12. Tips and Traps • BooleanQuery • TooManyClausesException • Override with BooleanQuery.setMaxClauseCount(int) • Culprits: • WildcardQuery • Uncontained Relevance Feedback • “Documents as queries”

  13. Tips and Traps • ConstantScoreQuery • Query wraps a Filter and returns the same score (the query boost) for every document in the filter • Useful when you just want the results of the Filter, not a search • FunctionQuery (via Solr) • Computes a score based on the value of a Function • e.g. Geographic values like latitude and longitude

  14. Span Queries • Provide info about where a match took place within a document • SpanTermQuery is the building block for more complicated queries • Other SpanQuery classes: • SpanFirstQuery, SpanNearQuery, SpanNotQuery, SpanOrQuery, SpanRegexQuery

  15. Spans • The Spans object provides document and position info about the current match • From SpanQuery: • Spans getSpans(IndexReader reader) • Interface definitions: boolean next() //Move to the next match int doc()//the doc id of the match int start()//The match start position int end() //The match end position boolean skipTo(int target)//skip to a doc

  16. Phrase Matching using Spans • SpanNearQuery provides functionality similar to PhraseQuery • Use position distance instead of edit distance • Advantages: • Less slop is required to match terms • Can be built up of other SpanQuery instances

  17. first allNear near Example SpanTermQuery section = new SpanTermQuery(new Term(“test”, “section”); SpanTermQuery lucene = new SpanTermQuery(new Term(“test”, “Lucene”); SpanTermQuery dev = new SpanTermQuery(new Term(“test”, “developers”); SpanFirstQuery first = new SpanFirstQuery(section, 2); Spans spans = first.getSpans(indexReader);//do something with the spans SpanQuery [] clauses = {lucene, dev}; SpanNearQuery near = new SpanNearQuery(clauses, 2, true); spans = first.getSpans(indexReader);//do something with the spans clauses = new SpanQuery[]{section, near}; SpanNearQuery allNear = new SpanNearQuery(clauses, 3, false); spans = allNear.getSpans(indexReader);//do something with the spans This section is for Lucene Java developers.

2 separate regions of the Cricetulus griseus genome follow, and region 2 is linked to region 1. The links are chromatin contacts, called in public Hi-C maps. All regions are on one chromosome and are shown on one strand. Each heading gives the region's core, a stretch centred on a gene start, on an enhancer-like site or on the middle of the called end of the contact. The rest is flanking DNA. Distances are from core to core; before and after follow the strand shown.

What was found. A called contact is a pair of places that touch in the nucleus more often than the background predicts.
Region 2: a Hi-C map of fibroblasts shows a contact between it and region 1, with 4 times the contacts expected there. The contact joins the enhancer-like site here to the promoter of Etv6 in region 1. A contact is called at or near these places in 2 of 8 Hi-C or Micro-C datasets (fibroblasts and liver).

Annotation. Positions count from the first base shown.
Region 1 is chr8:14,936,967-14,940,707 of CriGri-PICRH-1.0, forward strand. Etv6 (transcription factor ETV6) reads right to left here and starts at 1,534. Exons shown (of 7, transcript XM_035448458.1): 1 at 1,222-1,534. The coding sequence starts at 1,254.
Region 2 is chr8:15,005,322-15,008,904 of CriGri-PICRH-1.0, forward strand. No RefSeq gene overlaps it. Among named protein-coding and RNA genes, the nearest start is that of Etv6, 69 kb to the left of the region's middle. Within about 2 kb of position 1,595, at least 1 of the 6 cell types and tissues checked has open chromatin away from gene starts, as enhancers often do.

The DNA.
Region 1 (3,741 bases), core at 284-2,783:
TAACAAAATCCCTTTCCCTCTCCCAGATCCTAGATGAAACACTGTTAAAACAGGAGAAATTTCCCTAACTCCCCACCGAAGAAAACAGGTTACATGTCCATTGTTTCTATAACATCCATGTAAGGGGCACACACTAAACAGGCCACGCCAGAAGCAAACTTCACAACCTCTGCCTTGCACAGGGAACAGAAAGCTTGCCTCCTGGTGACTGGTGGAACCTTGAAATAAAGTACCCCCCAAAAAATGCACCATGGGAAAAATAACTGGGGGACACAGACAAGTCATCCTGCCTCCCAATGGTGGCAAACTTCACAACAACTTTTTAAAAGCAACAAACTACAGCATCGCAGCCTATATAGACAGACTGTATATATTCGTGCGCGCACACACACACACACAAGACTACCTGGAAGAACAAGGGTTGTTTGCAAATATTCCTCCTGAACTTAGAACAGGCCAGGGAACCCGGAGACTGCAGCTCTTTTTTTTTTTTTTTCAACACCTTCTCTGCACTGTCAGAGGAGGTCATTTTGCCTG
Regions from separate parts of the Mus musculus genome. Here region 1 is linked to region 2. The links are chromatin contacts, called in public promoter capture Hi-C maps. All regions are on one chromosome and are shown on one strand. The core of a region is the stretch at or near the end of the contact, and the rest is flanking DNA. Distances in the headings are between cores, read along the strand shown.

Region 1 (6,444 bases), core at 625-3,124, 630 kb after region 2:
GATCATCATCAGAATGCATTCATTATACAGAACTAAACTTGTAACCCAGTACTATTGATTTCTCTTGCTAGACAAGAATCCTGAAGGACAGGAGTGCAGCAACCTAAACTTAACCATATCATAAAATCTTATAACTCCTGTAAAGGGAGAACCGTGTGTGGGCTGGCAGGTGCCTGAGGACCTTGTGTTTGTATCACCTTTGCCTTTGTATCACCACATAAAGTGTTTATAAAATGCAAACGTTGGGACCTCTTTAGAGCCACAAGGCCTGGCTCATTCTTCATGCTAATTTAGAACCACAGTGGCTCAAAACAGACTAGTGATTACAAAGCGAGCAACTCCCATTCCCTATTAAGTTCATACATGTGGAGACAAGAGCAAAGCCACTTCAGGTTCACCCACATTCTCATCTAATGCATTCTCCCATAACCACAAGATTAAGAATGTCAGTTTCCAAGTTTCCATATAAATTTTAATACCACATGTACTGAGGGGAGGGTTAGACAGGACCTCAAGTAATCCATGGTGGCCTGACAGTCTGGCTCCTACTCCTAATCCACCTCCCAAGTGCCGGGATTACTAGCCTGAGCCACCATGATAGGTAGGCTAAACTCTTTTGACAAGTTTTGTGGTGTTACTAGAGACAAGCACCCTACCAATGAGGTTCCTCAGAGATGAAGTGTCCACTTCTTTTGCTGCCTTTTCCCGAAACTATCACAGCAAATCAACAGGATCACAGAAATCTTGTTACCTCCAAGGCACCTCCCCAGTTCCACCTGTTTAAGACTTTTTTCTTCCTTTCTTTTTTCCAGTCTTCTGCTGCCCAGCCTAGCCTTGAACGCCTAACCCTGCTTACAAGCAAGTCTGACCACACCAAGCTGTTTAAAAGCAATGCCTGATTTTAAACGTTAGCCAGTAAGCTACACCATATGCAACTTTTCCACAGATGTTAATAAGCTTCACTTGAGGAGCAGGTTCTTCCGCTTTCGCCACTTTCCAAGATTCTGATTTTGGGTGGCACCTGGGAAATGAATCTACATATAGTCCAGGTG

18. DisjunctionMaxQuery • Useful when searching across multiple fields • Example (thanks to Chuck Williams) Query: t:elephant d:elephant t: albino d: albino Doc1: t: elephant d: elephant Doc2: t: elephant d: albino • Each Doc scores the same for BooleanQuery • DisjunctionMaxQuery scores Doc2 higher

  19. Payloads • Recent addition to Lucene • Not Released as of March 23, 2007 • Not in demo code • Store information at the term level during indexing • Token.setPayload(Payload payload) • Uses • Term level scoring boosts based on Payload • e.g. Score noun term matches higher than verbs • Alternate Search such as Xpath

  20. More Payloads • Has or will have many Query classes that mirror common Query classes • Work still being done to define capabilities • BoostingTermQuery • PayloadPhraseQuery

  21. Performance • Benchmarker • contrib/benchmarker in Lucene source • Consider Lucene 2.1.x • Indexing • What parameters should I set? • What about threading? • Searching • Basics of Query Performance • Documents • FieldSelector

  22. contrib/benchmark • Defines standard corpus, queries and algorithms for benchmarking tasks • Extensible and Flexible • Task based approach allows for new benchmarks • Provides many services for reporting and accumulating statistics and iterating tasks

  23. Indexing Performance Factors • Behind the Scenes • Lucene indexes Documents into memory • At certain trigger points, memory (segments) are flushed to the Directory • Segments are periodically merged • Much discussion in recent months on optimizing merge approaches • Stay Tuned